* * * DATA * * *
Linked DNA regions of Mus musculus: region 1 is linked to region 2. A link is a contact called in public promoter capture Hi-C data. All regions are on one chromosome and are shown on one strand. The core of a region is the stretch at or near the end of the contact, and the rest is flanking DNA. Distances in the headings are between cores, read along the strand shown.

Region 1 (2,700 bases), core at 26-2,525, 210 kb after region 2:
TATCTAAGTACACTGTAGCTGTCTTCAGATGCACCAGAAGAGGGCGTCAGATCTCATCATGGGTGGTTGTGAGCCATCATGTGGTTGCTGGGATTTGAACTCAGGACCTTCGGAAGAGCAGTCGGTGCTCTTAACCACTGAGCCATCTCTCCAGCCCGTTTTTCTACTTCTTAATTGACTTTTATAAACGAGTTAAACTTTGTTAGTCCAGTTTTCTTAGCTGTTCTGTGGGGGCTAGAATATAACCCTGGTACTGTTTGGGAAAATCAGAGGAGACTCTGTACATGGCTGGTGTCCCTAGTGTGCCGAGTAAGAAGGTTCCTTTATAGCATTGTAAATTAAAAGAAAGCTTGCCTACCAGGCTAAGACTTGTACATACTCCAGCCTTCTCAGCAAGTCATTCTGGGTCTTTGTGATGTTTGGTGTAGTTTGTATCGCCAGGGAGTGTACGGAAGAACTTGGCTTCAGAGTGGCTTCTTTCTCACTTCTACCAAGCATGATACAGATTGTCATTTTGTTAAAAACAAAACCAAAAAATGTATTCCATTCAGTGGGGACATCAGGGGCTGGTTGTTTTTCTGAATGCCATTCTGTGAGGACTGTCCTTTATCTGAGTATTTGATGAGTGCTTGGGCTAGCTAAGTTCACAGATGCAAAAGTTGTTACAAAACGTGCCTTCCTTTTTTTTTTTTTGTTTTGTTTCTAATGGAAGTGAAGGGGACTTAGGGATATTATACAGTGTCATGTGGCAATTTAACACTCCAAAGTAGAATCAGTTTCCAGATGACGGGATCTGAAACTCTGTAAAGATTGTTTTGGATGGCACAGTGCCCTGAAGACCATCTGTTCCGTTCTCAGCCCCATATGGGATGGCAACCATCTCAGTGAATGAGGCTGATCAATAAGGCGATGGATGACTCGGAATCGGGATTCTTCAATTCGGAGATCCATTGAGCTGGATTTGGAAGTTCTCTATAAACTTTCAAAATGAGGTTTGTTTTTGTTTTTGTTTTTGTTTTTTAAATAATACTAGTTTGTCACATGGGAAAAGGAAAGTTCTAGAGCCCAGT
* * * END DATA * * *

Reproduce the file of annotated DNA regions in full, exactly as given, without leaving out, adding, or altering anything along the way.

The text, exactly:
Linked DNA regions of Mus musculus: region 1 is linked to region 2. A link is a contact called in public promoter capture Hi-C data. All regions are on one chromosome and are shown on one strand. The core of a region is the stretch at or near the end of the contact, and the rest is flanking DNA. Distances in the headings are between cores, read along the strand shown.

Region 1 (2,700 bases), core at 26-2,525, 210 kb after region 2:
TATCTAAGTACACTGTAGCTGTCTTCAGATGCACCAGAAGAGGGCGTCAGATCTCATCATGGGTGGTTGTGAGCCATCATGTGGTTGCTGGGATTTGAACTCAGGACCTTCGGAAGAGCAGTCGGTGCTCTTAACCACTGAGCCATCTCTCCAGCCCGTTTTTCTACTTCTTAATTGACTTTTATAAACGAGTTAAACTTTGTTAGTCCAGTTTTCTTAGCTGTTCTGTGGGGGCTAGAATATAACCCTGGTACTGTTTGGGAAAATCAGAGGAGACTCTGTACATGGCTGGTGTCCCTAGTGTGCCGAGTAAGAAGGTTCCTTTATAGCATTGTAAATTAAAAGAAAGCTTGCCTACCAGGCTAAGACTTGTACATACTCCAGCCTTCTCAGCAAGTCATTCTGGGTCTTTGTGATGTTTGGTGTAGTTTGTATCGCCAGGGAGTGTACGGAAGAACTTGGCTTCAGAGTGGCTTCTTTCTCACTTCTACCAAGCATGATACAGATTGTCATTTTGTTAAAAACAAAACCAAAAAATGTATTCCATTCAGTGGGGACATCAGGGGCTGGTTGTTTTTCTGAATGCCATTCTGTGAGGACTGTCCTTTATCTGAGTATTTGATGAGTGCTTGGGCTAGCTAAGTTCACAGATGCAAAAGTTGTTACAAAACGTGCCTTCCTTTTTTTTTTTTTGTTTTGTTTCTAATGGAAGTGAAGGGGACTTAGGGATATTATACAGTGTCATGTGGCAATTTAACACTCCAAAGTAGAATCAGTTTCCAGATGACGGGATCTGAAACTCTGTAAAGATTGTTTTGGATGGCACAGTGCCCTGAAGACCATCTGTTCCGTTCTCAGCCCCATATGGGATGGCAACCATCTCAGTGAATGAGGCTGATCAATAAGGCGATGGATGACTCGGAATCGGGATTCTTCAATTCGGAGATCCATTGAGCTGGATTTGGAAGTTCTCTATAAACTTTCAAAATGAGGTTTGTTTTTGTTTTTGTTTTTGTTTTTTAAATAATACTAGTTTGTCACATGGGAAAAGGAAAGTTCTAGAGCCCAGT